That’s so far from the truth…

To improve any skill, you must go through the following steps and different people will help you through these steps and through this process:

1.Learn the theory/concept

a.Learning the previous study done on a technique

b.This is your professor or coach teaching you

2.Understand and comprehend the theory/concept

a.Making sure the material from step 1 is being absorbed efficiently

b.This is you asking questions and engaging in class

3.Perform the skill that is to be developed

a.This is drilling

b.Any partner of any level can do this

4.Develop skill performance

a.This is executing the skill in a controlled environment (rolling) against minor resistance so that major/gross adjustments can be made

b.This can be done with anyone but its easiest to be done when rolling with people that aren’t as experienced as you. As even through their best efforts their resistance will still be very minimal. Gross adjustments can be made without any major repercussions.

If you try to make major/gross adjustments against your level or a higher level they’ll escape and the common thought pattern after a failed technique against someone more experienced is “I cant do anything to them anyways, or I will never catch them” because they will assume the gross error that needed correcting was caused by the more experienced partner not by their own ineptness.

5.Honing skill performance

a.This is executing the skill in a controlled environment against increasing levels of resistance and difficulty so that minor adjustments/corrections can be made.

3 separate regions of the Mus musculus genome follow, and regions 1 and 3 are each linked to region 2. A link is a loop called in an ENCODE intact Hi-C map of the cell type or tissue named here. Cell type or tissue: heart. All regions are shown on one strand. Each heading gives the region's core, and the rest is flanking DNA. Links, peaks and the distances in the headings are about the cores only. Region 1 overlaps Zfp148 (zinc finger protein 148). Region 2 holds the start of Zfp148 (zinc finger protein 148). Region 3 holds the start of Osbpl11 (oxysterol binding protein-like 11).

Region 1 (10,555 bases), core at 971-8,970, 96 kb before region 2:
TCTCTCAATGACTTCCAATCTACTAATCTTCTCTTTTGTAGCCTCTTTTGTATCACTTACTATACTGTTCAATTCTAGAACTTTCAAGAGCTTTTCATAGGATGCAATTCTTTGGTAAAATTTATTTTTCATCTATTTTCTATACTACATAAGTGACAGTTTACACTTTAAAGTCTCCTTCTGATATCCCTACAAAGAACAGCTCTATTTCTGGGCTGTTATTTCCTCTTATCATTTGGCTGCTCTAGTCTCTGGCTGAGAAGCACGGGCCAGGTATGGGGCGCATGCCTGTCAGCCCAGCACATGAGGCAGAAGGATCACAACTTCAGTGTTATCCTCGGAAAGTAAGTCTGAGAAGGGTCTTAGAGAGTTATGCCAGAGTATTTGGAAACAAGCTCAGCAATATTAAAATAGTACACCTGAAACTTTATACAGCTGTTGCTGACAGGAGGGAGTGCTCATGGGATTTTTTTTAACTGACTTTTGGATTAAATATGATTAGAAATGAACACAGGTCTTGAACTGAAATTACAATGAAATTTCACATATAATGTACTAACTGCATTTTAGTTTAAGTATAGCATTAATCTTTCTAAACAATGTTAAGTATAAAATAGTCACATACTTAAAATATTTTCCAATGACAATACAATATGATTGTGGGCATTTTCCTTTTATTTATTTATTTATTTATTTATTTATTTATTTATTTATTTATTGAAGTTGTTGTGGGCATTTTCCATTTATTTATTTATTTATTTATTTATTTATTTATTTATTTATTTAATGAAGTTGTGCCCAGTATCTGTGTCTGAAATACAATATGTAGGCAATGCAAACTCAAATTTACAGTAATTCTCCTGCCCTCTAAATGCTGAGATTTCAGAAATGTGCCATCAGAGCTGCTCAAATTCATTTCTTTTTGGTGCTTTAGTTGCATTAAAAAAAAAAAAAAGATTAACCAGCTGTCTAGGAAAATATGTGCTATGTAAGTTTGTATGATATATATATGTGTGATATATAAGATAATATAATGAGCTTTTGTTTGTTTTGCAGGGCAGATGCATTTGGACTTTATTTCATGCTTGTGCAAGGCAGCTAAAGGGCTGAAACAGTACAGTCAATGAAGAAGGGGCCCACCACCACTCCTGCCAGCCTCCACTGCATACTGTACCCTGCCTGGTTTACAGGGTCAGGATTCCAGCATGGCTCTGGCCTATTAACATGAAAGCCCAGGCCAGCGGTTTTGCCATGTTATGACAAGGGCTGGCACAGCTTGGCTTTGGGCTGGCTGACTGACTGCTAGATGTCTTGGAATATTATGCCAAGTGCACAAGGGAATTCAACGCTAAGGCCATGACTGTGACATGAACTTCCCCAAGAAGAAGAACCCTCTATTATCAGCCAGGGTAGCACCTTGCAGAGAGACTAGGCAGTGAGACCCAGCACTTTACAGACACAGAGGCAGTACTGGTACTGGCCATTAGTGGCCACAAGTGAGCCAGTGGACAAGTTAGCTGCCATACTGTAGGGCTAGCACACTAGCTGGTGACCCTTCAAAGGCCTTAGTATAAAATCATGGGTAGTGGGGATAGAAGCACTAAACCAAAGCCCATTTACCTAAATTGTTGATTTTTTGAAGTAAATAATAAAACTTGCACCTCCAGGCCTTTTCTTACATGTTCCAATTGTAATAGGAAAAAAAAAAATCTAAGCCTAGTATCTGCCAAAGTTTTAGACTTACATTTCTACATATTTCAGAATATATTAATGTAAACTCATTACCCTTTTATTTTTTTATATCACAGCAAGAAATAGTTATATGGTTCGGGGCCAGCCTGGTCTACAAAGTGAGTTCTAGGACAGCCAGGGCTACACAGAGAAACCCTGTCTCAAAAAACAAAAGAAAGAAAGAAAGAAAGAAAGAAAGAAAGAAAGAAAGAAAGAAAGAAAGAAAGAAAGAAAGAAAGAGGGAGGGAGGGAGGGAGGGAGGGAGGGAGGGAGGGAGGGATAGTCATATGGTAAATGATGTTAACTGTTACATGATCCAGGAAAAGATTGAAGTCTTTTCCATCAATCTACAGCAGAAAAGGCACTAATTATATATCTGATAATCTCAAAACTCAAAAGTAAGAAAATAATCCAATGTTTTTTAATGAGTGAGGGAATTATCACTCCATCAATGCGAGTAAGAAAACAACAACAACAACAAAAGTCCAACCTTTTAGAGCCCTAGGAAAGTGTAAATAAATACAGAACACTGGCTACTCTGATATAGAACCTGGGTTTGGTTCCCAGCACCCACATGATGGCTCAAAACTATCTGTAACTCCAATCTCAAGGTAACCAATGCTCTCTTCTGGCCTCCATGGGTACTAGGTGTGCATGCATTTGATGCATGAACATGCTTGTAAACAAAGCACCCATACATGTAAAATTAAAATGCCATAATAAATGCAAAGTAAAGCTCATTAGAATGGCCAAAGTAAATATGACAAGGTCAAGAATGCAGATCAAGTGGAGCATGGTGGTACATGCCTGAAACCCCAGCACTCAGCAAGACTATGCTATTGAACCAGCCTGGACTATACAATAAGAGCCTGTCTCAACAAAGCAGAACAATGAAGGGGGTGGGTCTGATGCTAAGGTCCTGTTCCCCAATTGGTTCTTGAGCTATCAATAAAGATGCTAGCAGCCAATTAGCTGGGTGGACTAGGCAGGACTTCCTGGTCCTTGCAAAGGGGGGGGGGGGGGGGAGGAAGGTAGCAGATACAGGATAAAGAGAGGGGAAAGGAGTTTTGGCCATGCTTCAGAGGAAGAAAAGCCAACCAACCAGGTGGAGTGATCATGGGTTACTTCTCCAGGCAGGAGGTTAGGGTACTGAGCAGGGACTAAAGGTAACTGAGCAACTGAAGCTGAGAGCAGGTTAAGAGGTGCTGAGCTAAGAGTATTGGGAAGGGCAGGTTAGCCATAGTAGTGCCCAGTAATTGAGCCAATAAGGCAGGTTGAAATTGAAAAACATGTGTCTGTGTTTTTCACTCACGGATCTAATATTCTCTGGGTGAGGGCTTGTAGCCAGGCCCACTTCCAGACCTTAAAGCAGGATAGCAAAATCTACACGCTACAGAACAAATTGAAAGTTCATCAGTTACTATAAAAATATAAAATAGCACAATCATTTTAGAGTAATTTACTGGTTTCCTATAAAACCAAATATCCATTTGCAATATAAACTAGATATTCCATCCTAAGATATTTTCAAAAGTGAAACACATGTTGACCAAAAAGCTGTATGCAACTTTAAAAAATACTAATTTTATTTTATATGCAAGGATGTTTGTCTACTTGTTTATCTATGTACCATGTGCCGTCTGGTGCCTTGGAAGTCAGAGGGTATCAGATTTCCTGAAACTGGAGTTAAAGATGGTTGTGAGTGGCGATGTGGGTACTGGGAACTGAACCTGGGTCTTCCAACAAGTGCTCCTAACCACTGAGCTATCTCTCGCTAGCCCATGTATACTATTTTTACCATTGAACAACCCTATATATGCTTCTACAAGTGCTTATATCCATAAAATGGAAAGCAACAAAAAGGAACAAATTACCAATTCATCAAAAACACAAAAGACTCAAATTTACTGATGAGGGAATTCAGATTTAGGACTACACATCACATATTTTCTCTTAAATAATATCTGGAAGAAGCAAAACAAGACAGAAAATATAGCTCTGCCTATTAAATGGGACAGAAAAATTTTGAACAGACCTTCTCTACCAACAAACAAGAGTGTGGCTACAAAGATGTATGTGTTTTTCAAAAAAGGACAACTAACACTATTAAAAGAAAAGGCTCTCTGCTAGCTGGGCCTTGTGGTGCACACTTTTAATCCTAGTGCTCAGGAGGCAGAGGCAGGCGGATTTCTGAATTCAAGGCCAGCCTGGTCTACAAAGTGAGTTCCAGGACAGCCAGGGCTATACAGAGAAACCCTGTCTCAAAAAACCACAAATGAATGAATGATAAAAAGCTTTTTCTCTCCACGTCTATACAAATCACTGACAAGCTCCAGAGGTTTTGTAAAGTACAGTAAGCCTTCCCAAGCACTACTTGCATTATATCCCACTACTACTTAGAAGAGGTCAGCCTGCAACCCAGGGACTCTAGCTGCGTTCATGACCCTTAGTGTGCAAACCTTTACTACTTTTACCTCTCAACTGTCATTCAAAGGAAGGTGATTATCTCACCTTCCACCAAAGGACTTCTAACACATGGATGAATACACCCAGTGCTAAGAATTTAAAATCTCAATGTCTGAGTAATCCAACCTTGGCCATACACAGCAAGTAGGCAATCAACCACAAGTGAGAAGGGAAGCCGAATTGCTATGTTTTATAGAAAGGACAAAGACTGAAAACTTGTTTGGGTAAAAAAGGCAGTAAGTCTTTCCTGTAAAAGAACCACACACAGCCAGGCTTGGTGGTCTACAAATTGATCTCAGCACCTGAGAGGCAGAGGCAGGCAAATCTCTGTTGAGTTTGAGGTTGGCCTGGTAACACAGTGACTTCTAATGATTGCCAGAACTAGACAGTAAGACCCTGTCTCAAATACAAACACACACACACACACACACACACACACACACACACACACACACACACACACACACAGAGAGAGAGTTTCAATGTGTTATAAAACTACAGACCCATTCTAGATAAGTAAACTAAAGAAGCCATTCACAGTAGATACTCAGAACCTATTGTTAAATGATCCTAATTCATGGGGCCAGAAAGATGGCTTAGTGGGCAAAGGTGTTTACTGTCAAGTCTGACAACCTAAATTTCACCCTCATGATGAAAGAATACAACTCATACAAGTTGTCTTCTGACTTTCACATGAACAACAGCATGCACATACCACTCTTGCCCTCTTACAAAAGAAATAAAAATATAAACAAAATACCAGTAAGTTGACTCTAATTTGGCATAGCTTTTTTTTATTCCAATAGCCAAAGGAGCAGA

b.This is best done with higher levels. This is where you discover the small imperfections in your game and what nuances need to be fixed. The higher the level the smaller imperfections that can be discovered and corrected. Lower belts can’t do that for you as they won’t punish you for the small nuances,so you’ll assume you have no small mistakes.

6.Reviewing the technique

a.Looking back at when a technique is most successful and when its least successful and trying to see where corrections need to be made so that it can improve.

b.This is all you or you and your coach. This is troubleshooting

7.Re-Develop and Re-Hone the skill performance

a.Upon reviewing the technique re-perform steps 4 and 5 for any issues you have encountered.

8.Reflex development

a.Removing thought from the action. Meaning you are now trying to develop awareness for the appropriate situation needed for the specific technique and you are trying to feel the right time. You at this stage are trying to perform the task without having to think about it or at least very minimally.

b.This is aided by everyone. If you are at this stage, you’ll be looking to develop this feel for the highest level possible but to get there you must work your way up from least level of experience to the highest level of experience.

Therefore, it's important to value people of all levels because you can learn from everyone. Avoiding a roll because its too easy or too difficult only hurts you. And if you think someone is so low level its not worth your time grow the fuck up. You were that someone that was so low level that you weren’t worth someone else’s time. But they invested in you not spited you. Don’t spit in the face of those that came before you, those that invested in your growth, by thinking you are better than them. You are not.

Kip Dice